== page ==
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The North Carolina State Constitution

Author: John V. Orth
Publisher: Oxford University Press, USA
ISBN: 0199779163
Size: 46.50 MB
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North Carolina's state constitution charts the evolution over two centuries of a modern representative democracy. InThe North Carolina State Constitution, John V. Orth provides an outstanding constitutional and historical account of the state's governing charter. In addition to an overview of North Carolina's constitutional history, it provides an in-depth, section-by-section analysis of the entire constitution, detailing the many significant changes that have been made since its initial drafting. This treatment, along with a table of cases, index, and bibliography provides an unsurpassed reference guide for students, scholars, and practitioners of North Carolina's constitution. Previously published by Greenwood, this title has been brought back in to circulation by Oxford University Press with new verve. Re-printed with standardization of content organization in order to facilitate research across the series, this title, as with all titles in the series, is set to join the dynamic revision cycle ofThe Oxford Commentaries on the State Constitutions of the United States. The Oxford Commentaries on the State Constitutions of the United States is an important series that reflects a renewed international interest in constitutional history and provides expert insight into each of the 50 state constitutions. Each volume in this innovative series contains a historical overview of the state's constitutional development, a section-by-section analysis of its current constitution, and a comprehensive guide to further research. Under the expert editorship of Professor G. Alan Tarr, Director of the Center on State Constitutional Studies at Rutgers University, this series provides essential reference tools for understanding state constitutional law. Books in the series can be purchased individually or as part of a complete set, giving readers unmatched access to these important political documents.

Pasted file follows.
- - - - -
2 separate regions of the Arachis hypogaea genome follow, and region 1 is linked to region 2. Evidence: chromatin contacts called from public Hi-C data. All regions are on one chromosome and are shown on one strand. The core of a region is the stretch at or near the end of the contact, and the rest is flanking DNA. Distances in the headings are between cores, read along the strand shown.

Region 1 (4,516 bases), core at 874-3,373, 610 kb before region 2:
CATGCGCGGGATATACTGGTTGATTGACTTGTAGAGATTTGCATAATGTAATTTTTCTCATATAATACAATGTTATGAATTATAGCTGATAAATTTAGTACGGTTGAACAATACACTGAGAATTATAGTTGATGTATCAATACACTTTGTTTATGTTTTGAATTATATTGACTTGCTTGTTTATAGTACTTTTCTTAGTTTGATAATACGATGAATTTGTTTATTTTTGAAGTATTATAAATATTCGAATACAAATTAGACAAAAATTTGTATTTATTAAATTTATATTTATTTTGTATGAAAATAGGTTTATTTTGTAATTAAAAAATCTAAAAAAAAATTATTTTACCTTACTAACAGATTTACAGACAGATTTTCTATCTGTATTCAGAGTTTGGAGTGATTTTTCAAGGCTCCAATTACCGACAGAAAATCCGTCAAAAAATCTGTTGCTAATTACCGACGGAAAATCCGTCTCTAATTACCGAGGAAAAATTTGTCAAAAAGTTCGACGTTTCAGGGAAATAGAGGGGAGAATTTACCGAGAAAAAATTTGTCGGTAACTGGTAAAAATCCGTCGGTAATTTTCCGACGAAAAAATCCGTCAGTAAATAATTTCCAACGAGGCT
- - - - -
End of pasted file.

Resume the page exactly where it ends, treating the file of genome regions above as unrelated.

The South Carolina State Constitution

Author: Cole Blease Graham
Publisher: Oxford University Press on Demand
ISBN: 0199778302
Size: 20.98 MB
Format: PDF, ePub, Mobi